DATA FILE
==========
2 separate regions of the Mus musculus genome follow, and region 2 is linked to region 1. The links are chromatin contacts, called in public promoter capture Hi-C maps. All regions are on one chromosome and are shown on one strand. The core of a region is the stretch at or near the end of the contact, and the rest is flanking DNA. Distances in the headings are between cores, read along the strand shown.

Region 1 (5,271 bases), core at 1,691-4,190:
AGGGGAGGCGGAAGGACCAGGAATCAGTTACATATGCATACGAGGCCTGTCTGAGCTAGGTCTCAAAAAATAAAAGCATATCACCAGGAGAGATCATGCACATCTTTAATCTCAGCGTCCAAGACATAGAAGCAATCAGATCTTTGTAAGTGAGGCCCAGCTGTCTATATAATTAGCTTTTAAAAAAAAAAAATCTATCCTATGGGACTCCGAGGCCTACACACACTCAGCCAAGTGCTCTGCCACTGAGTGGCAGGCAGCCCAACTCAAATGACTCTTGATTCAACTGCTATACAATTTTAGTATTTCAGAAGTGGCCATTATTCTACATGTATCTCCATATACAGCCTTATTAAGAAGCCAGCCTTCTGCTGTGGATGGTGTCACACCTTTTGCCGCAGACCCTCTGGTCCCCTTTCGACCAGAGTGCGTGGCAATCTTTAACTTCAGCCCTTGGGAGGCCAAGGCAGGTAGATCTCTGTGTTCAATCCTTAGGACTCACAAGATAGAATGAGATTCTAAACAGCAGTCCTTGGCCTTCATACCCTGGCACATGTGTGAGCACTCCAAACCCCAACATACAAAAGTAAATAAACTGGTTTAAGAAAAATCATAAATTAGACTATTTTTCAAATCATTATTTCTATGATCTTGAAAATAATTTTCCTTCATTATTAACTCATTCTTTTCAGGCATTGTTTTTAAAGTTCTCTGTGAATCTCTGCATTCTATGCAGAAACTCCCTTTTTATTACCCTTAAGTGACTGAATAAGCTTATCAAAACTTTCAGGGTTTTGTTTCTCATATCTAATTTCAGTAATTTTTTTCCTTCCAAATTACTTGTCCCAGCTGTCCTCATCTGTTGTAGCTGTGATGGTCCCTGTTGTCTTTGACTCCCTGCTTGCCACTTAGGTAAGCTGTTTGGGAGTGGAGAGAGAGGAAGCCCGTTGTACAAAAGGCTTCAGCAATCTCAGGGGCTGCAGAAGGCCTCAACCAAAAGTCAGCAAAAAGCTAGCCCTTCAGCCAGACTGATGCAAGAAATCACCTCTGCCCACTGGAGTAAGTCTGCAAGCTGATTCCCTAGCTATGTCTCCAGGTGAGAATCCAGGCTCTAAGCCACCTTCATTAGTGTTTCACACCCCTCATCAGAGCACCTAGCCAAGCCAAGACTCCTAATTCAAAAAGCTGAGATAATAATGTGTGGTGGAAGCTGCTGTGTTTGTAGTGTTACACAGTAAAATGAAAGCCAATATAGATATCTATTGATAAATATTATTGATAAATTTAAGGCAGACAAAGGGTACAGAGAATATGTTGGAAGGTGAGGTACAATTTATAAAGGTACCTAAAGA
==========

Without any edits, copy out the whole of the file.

2 separate regions of the Mus musculus genome follow, and region 2 is linked to region 1. The links are chromatin contacts, called in public promoter capture Hi-C maps. All regions are on one chromosome and are shown on one strand. The core of a region is the stretch at or near the end of the contact, and the rest is flanking DNA. Distances in the headings are between cores, read along the strand shown.

Region 1 (5,271 bases), core at 1,691-4,190:
AGGGGAGGCGGAAGGACCAGGAATCAGTTACATATGCATACGAGGCCTGTCTGAGCTAGGTCTCAAAAAATAAAAGCATATCACCAGGAGAGATCATGCACATCTTTAATCTCAGCGTCCAAGACATAGAAGCAATCAGATCTTTGTAAGTGAGGCCCAGCTGTCTATATAATTAGCTTTTAAAAAAAAAAAATCTATCCTATGGGACTCCGAGGCCTACACACACTCAGCCAAGTGCTCTGCCACTGAGTGGCAGGCAGCCCAACTCAAATGACTCTTGATTCAACTGCTATACAATTTTAGTATTTCAGAAGTGGCCATTATTCTACATGTATCTCCATATACAGCCTTATTAAGAAGCCAGCCTTCTGCTGTGGATGGTGTCACACCTTTTGCCGCAGACCCTCTGGTCCCCTTTCGACCAGAGTGCGTGGCAATCTTTAACTTCAGCCCTTGGGAGGCCAAGGCAGGTAGATCTCTGTGTTCAATCCTTAGGACTCACAAGATAGAATGAGATTCTAAACAGCAGTCCTTGGCCTTCATACCCTGGCACATGTGTGAGCACTCCAAACCCCAACATACAAAAGTAAATAAACTGGTTTAAGAAAAATCATAAATTAGACTATTTTTCAAATCATTATTTCTATGATCTTGAAAATAATTTTCCTTCATTATTAACTCATTCTTTTCAGGCATTGTTTTTAAAGTTCTCTGTGAATCTCTGCATTCTATGCAGAAACTCCCTTTTTATTACCCTTAAGTGACTGAATAAGCTTATCAAAACTTTCAGGGTTTTGTTTCTCATATCTAATTTCAGTAATTTTTTTCCTTCCAAATTACTTGTCCCAGCTGTCCTCATCTGTTGTAGCTGTGATGGTCCCTGTTGTCTTTGACTCCCTGCTTGCCACTTAGGTAAGCTGTTTGGGAGTGGAGAGAGAGGAAGCCCGTTGTACAAAAGGCTTCAGCAATCTCAGGGGCTGCAGAAGGCCTCAACCAAAAGTCAGCAAAAAGCTAGCCCTTCAGCCAGACTGATGCAAGAAATCACCTCTGCCCACTGGAGTAAGTCTGCAAGCTGATTCCCTAGCTATGTCTCCAGGTGAGAATCCAGGCTCTAAGCCACCTTCATTAGTGTTTCACACCCCTCATCAGAGCACCTAGCCAAGCCAAGACTCCTAATTCAAAAAGCTGAGATAATAATGTGTGGTGGAAGCTGCTGTGTTTGTAGTGTTACACAGTAAAATGAAAGCCAATATAGATATCTATTGATAAATATTATTGATAAATTTAAGGCAGACAAAGGGTACAGAGAATATGTTGGAAGGTGAGGTACAATTTATAAAGGTACCTAAAGA